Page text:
Producing Effective Content | You say it best when you say nothing at all

Image of Peterson, "the Neighbor", peeping through his blinds. Screenshot taken from the video game trailer for Hello Neighbor. The game trailer is used in this article to demonstrate effective content.

 Producing Effective Content

You say it best when you say nothing at all

85% of video content watched on Facebook is consumed in silence. Let that sink in for a moment. We live in a digital age where there is a constant need for effective content. We need it to interact with our audience and keep them engaged.

Unlike YouTube or other click to access web content, users are generally browsing through their Facebook feed at high speed, only stopping for content that catches their eye, be it the tagline or bold image presented by the publisher. That, however, is only have the battle. Most users will give a video under 3 seconds to hold their attention before moving on.

Successful content publishing platforms like Now This and UNILAD know how to make the most of this almost retro phenomenon by producing effecting content. Their ads are designed to capture the attention of the view without needing to use sound. They attract the user and initially push the content using an eye catching, colourful still image and follow it with a call to action phrase directed at the viewer.

Hello Neighbor (Game Trailer) | 2015 | Now This

click to play

In this trailer Now This have presented the viewer with a shock statement to capture their attention “This game will use your mistakes to kill you“. By speaking in the 2nd person they have engaged the user and presented them with a potentially thrilling scenario. The following content has been produced with a text heavy narrative to deliver the narrative and features of the product.

But that’s not the only way to deliver a silent message…

Semiotics have been used by marketers for decades to subconsciously deliver messages to their audience through social and cultural subconscious constructs. In short, it’s a complex system of sensory experiences and gestures to which we have inflected locally with cultural meaning.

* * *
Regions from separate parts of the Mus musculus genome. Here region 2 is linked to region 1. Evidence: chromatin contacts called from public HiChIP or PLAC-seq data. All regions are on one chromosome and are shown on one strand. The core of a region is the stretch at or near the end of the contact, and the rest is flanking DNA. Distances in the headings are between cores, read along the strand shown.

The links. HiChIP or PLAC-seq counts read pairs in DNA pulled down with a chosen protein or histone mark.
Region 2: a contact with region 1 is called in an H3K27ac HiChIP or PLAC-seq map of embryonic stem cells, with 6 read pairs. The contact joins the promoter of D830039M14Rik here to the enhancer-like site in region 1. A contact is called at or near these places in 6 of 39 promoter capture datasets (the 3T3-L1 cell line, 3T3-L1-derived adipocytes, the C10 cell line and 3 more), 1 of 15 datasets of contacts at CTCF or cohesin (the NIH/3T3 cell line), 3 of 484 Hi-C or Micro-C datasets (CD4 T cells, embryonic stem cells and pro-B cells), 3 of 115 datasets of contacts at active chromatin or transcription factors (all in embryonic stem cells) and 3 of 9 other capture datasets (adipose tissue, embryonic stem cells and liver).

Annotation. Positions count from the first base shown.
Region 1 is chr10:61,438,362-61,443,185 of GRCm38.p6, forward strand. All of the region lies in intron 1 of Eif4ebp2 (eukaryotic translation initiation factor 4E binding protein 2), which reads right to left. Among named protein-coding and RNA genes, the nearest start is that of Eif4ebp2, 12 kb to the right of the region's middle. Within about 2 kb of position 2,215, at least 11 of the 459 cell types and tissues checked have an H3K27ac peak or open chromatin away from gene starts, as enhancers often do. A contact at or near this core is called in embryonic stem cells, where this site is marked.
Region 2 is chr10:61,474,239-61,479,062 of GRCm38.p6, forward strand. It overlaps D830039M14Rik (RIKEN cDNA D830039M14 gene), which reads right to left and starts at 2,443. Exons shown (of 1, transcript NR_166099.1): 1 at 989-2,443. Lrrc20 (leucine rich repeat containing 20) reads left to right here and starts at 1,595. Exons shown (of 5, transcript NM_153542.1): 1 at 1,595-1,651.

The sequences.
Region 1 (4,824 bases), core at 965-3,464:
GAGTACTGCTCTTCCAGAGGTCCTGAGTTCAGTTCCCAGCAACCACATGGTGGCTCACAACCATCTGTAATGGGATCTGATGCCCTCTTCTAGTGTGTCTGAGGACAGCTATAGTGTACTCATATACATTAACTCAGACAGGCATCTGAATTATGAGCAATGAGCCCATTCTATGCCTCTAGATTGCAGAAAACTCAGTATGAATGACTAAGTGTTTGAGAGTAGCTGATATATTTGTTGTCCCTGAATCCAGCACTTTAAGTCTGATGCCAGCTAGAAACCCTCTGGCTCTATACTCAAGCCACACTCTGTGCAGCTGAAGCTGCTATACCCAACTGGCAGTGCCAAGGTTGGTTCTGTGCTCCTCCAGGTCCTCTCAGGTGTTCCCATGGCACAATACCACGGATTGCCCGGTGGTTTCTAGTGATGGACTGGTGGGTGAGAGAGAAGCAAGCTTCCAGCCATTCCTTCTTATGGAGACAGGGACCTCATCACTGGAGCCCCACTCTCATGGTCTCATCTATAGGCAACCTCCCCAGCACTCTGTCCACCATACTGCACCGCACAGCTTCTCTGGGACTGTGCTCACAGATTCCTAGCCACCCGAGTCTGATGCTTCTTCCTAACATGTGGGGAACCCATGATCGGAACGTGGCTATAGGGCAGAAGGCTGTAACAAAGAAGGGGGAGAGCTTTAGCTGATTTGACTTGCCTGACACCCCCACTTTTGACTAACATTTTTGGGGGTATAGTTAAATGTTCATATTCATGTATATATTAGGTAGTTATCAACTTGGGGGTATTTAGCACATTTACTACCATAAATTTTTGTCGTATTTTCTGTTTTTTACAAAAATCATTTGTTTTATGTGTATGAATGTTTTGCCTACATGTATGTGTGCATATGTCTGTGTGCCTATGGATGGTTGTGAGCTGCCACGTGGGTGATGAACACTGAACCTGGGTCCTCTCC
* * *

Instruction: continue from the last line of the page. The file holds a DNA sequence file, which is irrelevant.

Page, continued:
Unlike the Hello Neighbor trailer that relied on text to tell the story, semiotics can be a far more elegant way to make a statement and produce effective content. Of course, the additional benefits of exclusively delivering the narrative of the commercial through semiotics are not only the ability to form an emotional connection between the viewer and your product, but also the ability to distribute your message across language barriers without the need to overdub or re-caption the content.

VW “Old Lady” | 2010 | Netherlands


Here’s a Dutch VW commercial from 2010, delivered silently with no captions until the very end of the advert. The story is told silently; a father takes his son to buy a car from an old lady. Semiotically, that invokes the connotation in Western cultures that the car has been driven slowly and carefully and is unlikely to have engine damage or severe wear and tear on the mechanical parts. This commercial present an humorous antithesis to this common perception, and tells the story solely through visuals. Yes, the music is present, but it doesn’t need to be there.

In short, know your marketing channels and make content that meets the criteria of the platform and its audience. There’s nothing worse than sinking money into a message that no-one will hear. Paul Thomson Digital can help you get your message to your target audience. Check out our Digital Marketing Services for more information on what we can do for your business.